Luciano Benavides (Husqvarna Factory Racing — 2nd in the FIM standings with 55 points): “I’ve done the Ruta 40 twice. In 2017, it was my first rally raid, even though it only lasted a day because I broke my collarbone. The second time was in 2018, for the last edition, where came in sixth. But today I have more pace, experience and confidence and I’m battling for the world championship, it’s a completely different story. I’ve never raced in La Rioja before, but the further north we go, the closer we’ll be to my home. I’m stoked to be here and I’ll give it my all for Argentina.”

Adrien Van Beveren (Monster Energy Honda — 3rd in the FIM standings with 53 points): “I started coming to Argentina in 2011 to ride in the Enduro del Verano. I hadn’t even turned twenty at the time. I won that race in 2013 and again in 2015. That race made me discover Argentina. I love this country. I feel good here. I’ve often thought that I’ll come and live here someday. For now, I’m cool in Andorra. They also speak Spanish and there are loads of Argentinians. Besides, my girlfriend is Argentinian. I did my first Dakar here in 2016 [sixth overall], then we came back in 2017 [fourth overall] and 2018, when I suffered a crash I won’t be forgetting any time soon because my dream seemed within reach. By the way, I know we’ll be racing really close to the place where I hit the ground in the 2018 Dakar. I already took part in the Desafío Ruta 40 in 2017, nominally, at least. An electronic problem sent me home after a single stage. I know that the navigation is devilish here. The pace is going to be sky-high again, the championship is really close, there are two races to go and Toby Price, Luciano Benavides and yours truly are very evenly matched. It’s all up in the air. I’m sure we’ll all be thinking of that.”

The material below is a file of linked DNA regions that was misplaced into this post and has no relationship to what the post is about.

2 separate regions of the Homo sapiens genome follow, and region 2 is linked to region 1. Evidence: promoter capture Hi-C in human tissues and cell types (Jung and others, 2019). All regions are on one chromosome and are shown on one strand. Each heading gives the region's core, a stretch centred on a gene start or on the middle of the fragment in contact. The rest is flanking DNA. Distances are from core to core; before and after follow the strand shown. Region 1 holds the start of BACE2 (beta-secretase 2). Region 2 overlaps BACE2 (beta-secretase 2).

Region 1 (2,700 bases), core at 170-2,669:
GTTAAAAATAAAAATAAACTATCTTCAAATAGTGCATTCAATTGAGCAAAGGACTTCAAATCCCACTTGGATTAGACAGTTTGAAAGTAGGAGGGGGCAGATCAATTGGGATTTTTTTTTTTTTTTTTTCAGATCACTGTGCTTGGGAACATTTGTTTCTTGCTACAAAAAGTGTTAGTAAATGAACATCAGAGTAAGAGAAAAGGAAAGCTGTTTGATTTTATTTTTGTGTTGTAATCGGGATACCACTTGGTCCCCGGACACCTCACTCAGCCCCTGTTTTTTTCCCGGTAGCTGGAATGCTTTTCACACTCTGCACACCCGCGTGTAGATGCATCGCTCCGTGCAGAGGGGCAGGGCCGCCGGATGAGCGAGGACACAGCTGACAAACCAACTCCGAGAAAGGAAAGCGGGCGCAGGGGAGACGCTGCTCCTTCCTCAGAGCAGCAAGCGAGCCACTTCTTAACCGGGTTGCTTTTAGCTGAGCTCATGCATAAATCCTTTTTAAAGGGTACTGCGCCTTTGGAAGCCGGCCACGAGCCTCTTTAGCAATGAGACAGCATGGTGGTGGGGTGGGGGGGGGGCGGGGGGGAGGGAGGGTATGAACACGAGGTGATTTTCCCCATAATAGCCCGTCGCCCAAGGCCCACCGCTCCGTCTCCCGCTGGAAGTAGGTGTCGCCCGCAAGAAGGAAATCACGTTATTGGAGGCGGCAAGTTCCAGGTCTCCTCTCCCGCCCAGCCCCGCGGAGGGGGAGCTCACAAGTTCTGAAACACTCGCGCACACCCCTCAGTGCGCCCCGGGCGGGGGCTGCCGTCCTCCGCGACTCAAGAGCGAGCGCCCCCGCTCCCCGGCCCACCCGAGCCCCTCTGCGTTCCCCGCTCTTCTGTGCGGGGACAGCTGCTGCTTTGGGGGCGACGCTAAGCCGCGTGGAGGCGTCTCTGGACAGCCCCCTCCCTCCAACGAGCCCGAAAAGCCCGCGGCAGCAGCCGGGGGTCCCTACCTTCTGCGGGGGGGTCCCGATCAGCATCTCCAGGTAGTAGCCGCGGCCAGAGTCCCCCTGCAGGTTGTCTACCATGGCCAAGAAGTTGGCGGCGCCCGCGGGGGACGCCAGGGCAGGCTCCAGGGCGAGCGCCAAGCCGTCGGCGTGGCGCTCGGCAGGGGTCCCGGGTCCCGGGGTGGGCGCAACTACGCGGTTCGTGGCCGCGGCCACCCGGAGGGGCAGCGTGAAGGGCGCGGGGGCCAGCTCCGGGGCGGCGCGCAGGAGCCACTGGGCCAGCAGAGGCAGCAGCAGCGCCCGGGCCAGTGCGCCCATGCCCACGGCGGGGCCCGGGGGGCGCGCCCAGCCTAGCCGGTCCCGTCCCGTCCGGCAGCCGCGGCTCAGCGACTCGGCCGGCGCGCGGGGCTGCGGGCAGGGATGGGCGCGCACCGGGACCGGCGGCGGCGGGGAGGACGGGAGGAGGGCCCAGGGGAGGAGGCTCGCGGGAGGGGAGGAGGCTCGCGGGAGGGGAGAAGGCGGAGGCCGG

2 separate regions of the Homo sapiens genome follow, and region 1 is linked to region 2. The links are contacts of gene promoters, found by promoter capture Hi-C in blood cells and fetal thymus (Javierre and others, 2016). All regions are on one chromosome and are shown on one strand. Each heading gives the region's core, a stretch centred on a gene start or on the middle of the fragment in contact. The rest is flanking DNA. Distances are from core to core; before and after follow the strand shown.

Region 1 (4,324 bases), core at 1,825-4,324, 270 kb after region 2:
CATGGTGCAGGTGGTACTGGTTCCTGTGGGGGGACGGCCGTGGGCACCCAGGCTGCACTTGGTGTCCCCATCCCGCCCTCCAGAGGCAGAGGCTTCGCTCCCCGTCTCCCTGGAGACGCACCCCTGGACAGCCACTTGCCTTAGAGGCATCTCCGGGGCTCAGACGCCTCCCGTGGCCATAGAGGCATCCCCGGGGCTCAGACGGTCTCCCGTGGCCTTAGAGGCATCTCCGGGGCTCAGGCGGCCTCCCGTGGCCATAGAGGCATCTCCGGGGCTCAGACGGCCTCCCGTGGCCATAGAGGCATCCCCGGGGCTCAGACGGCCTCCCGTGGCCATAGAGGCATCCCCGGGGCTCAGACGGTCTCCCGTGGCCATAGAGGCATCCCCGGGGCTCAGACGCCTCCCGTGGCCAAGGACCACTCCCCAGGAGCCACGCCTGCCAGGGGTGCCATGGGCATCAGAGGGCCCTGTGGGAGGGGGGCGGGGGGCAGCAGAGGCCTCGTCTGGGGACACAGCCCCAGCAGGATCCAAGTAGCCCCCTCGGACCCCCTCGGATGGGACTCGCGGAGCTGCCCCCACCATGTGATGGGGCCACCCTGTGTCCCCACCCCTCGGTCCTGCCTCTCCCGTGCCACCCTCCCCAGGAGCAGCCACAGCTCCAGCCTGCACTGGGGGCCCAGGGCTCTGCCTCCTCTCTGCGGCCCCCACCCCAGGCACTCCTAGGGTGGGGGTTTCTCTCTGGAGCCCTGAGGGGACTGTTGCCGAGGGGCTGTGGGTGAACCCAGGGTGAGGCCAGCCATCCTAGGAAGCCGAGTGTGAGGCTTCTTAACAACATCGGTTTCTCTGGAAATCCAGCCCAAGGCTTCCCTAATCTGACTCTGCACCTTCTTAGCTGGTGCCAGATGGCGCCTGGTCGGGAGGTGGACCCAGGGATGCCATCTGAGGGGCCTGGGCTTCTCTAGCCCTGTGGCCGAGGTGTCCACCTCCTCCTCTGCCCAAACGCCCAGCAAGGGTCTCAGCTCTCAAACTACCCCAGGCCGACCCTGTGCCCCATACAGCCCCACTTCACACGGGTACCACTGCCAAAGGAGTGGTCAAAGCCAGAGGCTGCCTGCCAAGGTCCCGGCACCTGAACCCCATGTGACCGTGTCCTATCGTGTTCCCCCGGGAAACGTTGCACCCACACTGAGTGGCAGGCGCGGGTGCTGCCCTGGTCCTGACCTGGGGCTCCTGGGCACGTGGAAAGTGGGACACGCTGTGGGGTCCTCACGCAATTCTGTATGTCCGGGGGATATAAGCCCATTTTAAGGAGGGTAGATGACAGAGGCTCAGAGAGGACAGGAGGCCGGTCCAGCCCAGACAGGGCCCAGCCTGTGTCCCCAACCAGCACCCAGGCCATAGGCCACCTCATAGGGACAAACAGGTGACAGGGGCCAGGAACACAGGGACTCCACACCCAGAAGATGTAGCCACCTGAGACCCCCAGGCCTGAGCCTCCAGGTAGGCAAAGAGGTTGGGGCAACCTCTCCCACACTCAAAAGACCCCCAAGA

Manuel Andújar (7240 Team – back in the W2RC after withdrawing from round 1): “I’ve only participated in the Ruta 40 once, back in 2018, when I also made my Dakar debut. I cooked the engine on the third day, but I also grabbed my first rally-raid stage here, so I’ll always remember the Ruta 40 for this. Our team is also fielding Juraj Varga and our plan is to help him to score points to fight for the championship. I’m also going to focus on my own race and try to win it before heading to the finale in Morocco.”.


·        27 August:

– 9 km prologue at Dique Los Sauces at 3 pm

– Choice of starting order by the top 10 in the prologue at the Estadio Superdomo de La Rioja at 6:30 pm

– Ceremonial start at the Estadio Superdomo de La Rioja from 7:30 to 8:30 pm

·        28 August: stage 1 – La Rioja–Belén (road section: 362 km / special: 334 km / total: 696 km)

·        29 August: stage 2 – Belén–Belén (road section: 121 km / special: 339 km / total: 460 km)

·        30 August: stage 3 – Belén–Belén (road section: 196 km / special: 268 km / total: 464 km)

·        31 August: stage 4 – Belén–Belén (road section: 236 km / special: 348 km / total: 584 km)

·        1 September: stage 5 – Belén–Salta (road section: 304 km / special: 257 km / total: 561 km)

– Finish of the first competitors at 2 pm

– Finish podium ceremony at the Centro de Convenciones de Salta from 5 to 6 pm